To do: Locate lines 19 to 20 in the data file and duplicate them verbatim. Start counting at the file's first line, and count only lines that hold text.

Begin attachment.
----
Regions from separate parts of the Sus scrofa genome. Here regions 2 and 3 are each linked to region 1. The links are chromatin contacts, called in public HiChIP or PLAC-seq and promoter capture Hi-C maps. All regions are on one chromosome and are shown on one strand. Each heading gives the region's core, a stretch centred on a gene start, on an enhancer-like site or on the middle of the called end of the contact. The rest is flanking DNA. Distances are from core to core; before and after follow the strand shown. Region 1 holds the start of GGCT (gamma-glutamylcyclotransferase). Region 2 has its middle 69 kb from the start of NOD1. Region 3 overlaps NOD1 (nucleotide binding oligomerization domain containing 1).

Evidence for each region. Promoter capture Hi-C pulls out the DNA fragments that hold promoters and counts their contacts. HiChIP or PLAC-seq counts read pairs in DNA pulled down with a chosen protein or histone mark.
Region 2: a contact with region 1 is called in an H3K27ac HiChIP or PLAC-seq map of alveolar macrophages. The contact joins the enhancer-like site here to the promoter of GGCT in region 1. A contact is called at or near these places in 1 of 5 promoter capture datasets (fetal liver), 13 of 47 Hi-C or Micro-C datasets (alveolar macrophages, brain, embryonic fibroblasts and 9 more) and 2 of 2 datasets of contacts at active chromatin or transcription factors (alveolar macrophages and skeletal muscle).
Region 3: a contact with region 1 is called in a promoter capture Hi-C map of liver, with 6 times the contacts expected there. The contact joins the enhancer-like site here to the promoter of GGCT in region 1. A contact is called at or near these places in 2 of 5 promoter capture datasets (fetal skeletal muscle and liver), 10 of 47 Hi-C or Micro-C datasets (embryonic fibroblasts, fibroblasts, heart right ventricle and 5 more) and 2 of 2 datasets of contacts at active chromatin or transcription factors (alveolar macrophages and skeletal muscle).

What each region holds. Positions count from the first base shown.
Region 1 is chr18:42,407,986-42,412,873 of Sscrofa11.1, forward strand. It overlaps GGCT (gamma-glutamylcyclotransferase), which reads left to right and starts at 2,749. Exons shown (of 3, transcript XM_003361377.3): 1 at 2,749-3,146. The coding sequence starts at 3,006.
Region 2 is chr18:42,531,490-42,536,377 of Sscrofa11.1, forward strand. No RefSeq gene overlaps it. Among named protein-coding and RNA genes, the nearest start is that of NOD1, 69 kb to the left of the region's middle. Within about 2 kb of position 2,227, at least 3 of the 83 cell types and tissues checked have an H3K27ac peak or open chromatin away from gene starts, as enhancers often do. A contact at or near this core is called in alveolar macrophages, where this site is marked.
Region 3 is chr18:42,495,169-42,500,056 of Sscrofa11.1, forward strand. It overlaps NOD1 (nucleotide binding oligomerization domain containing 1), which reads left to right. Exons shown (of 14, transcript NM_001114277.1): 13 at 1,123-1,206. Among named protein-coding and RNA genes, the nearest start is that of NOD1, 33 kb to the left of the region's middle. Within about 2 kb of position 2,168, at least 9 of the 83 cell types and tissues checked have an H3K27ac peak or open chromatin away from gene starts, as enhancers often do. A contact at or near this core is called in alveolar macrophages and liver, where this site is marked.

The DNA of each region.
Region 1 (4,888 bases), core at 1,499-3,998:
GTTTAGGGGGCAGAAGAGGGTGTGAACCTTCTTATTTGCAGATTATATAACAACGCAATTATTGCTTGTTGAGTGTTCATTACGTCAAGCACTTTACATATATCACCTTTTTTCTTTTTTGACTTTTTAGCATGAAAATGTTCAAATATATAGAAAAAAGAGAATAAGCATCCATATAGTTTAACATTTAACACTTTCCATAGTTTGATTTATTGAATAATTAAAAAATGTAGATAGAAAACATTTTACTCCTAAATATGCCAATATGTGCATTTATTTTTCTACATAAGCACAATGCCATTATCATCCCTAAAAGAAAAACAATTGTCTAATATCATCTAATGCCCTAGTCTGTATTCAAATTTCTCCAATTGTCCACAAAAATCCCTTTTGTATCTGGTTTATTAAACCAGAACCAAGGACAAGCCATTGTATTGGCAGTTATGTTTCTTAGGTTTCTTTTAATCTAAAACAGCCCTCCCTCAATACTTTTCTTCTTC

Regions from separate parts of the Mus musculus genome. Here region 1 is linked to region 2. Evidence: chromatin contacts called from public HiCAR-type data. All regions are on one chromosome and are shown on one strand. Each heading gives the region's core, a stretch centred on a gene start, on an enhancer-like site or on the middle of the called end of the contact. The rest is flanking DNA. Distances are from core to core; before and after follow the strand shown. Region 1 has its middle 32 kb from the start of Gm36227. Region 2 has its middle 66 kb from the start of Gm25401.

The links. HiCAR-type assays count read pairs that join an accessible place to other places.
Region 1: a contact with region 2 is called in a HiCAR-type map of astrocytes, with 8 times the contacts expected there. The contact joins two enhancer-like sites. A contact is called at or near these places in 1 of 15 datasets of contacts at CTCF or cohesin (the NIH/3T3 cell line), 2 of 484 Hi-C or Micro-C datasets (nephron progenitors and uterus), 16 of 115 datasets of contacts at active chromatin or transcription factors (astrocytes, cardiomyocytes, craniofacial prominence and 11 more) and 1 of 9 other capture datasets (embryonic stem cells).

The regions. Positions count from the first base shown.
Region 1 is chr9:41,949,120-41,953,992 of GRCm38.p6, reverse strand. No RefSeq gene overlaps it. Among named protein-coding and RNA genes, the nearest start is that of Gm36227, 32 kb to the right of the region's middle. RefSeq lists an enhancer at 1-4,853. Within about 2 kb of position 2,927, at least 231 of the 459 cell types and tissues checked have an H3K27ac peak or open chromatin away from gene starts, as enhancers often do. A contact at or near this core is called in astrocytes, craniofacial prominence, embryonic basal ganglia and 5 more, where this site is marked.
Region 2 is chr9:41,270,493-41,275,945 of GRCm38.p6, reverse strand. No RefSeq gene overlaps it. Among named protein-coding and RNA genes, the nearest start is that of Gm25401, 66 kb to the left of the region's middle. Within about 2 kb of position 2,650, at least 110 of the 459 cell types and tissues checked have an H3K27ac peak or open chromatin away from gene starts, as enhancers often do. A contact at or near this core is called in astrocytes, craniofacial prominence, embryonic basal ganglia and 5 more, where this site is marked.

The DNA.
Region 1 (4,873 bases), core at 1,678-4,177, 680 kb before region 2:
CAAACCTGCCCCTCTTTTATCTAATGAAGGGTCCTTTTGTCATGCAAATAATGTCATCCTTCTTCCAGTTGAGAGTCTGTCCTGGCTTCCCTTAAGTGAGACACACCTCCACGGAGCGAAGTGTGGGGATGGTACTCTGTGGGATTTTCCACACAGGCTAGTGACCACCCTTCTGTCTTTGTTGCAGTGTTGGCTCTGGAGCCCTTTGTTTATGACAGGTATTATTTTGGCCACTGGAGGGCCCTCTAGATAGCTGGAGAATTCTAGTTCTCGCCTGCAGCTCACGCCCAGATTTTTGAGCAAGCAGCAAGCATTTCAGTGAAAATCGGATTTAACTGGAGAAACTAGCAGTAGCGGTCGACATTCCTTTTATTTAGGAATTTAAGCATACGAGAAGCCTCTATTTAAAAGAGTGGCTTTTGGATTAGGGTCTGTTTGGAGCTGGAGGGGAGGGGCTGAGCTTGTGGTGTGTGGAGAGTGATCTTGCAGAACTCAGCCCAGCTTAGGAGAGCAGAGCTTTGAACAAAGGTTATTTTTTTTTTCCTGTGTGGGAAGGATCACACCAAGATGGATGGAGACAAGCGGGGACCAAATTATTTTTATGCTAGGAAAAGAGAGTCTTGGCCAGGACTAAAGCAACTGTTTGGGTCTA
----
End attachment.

Region 1 (4,873 bases), core at 1,678-4,177, 680 kb before region 2:
CAAACCTGCCCCTCTTTTATCTAATGAAGGGTCCTTTTGTCATGCAAATAATGTCATCCTTCTTCCAGTTGAGAGTCTGTCCTGGCTTCCCTTAAGTGAGACACACCTCCACGGAGCGAAGTGTGGGGATGGTACTCTGTGGGATTTTCCACACAGGCTAGTGACCACCCTTCTGTCTTTGTTGCAGTGTTGGCTCTGGAGCCCTTTGTTTATGACAGGTATTATTTTGGCCACTGGAGGGCCCTCTAGATAGCTGGAGAATTCTAGTTCTCGCCTGCAGCTCACGCCCAGATTTTTGAGCAAGCAGCAAGCATTTCAGTGAAAATCGGATTTAACTGGAGAAACTAGCAGTAGCGGTCGACATTCCTTTTATTTAGGAATTTAAGCATACGAGAAGCCTCTATTTAAAAGAGTGGCTTTTGGATTAGGGTCTGTTTGGAGCTGGAGGGGAGGGGCTGAGCTTGTGGTGTGTGGAGAGTGATCTTGCAGAACTCAGCCCAGCTTAGGAGAGCAGAGCTTTGAACAAAGGTTATTTTTTTTTTCCTGTGTGGGAAGGATCACACCAAGATGGATGGAGACAAGCGGGGACCAAATTATTTTTATGCTAGGAAAAGAGAGTCTTGGCCAGGACTAAAGCAACTGTTTGGGTCTA